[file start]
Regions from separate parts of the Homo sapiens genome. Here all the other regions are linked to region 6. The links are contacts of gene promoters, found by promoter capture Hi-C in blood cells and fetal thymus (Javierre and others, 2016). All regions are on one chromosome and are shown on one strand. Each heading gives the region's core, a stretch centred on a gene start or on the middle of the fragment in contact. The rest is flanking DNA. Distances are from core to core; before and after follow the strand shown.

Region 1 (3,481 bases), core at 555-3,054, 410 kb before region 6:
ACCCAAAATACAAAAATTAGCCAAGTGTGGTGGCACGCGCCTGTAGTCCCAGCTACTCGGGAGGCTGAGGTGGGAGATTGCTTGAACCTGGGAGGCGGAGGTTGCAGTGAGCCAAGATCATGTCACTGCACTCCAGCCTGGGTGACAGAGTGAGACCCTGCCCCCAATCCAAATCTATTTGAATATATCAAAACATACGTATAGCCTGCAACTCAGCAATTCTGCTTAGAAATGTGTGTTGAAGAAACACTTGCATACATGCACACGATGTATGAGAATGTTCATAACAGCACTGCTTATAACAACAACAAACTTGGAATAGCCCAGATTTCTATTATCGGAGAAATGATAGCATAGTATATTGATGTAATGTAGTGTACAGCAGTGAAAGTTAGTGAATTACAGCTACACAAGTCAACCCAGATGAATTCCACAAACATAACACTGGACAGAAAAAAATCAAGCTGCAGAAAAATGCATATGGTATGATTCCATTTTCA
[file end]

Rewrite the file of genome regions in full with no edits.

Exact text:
Regions from separate parts of the Homo sapiens genome. Here all the other regions are linked to region 6. The links are contacts of gene promoters, found by promoter capture Hi-C in blood cells and fetal thymus (Javierre and others, 2016). All regions are on one chromosome and are shown on one strand. Each heading gives the region's core, a stretch centred on a gene start or on the middle of the fragment in contact. The rest is flanking DNA. Distances are from core to core; before and after follow the strand shown.

Region 1 (3,481 bases), core at 555-3,054, 410 kb before region 6:
ACCCAAAATACAAAAATTAGCCAAGTGTGGTGGCACGCGCCTGTAGTCCCAGCTACTCGGGAGGCTGAGGTGGGAGATTGCTTGAACCTGGGAGGCGGAGGTTGCAGTGAGCCAAGATCATGTCACTGCACTCCAGCCTGGGTGACAGAGTGAGACCCTGCCCCCAATCCAAATCTATTTGAATATATCAAAACATACGTATAGCCTGCAACTCAGCAATTCTGCTTAGAAATGTGTGTTGAAGAAACACTTGCATACATGCACACGATGTATGAGAATGTTCATAACAGCACTGCTTATAACAACAACAAACTTGGAATAGCCCAGATTTCTATTATCGGAGAAATGATAGCATAGTATATTGATGTAATGTAGTGTACAGCAGTGAAAGTTAGTGAATTACAGCTACACAAGTCAACCCAGATGAATTCCACAAACATAACACTGGACAGAAAAAAATCAAGCTGCAGAAAAATGCATATGGTATGATTCCATTTTCA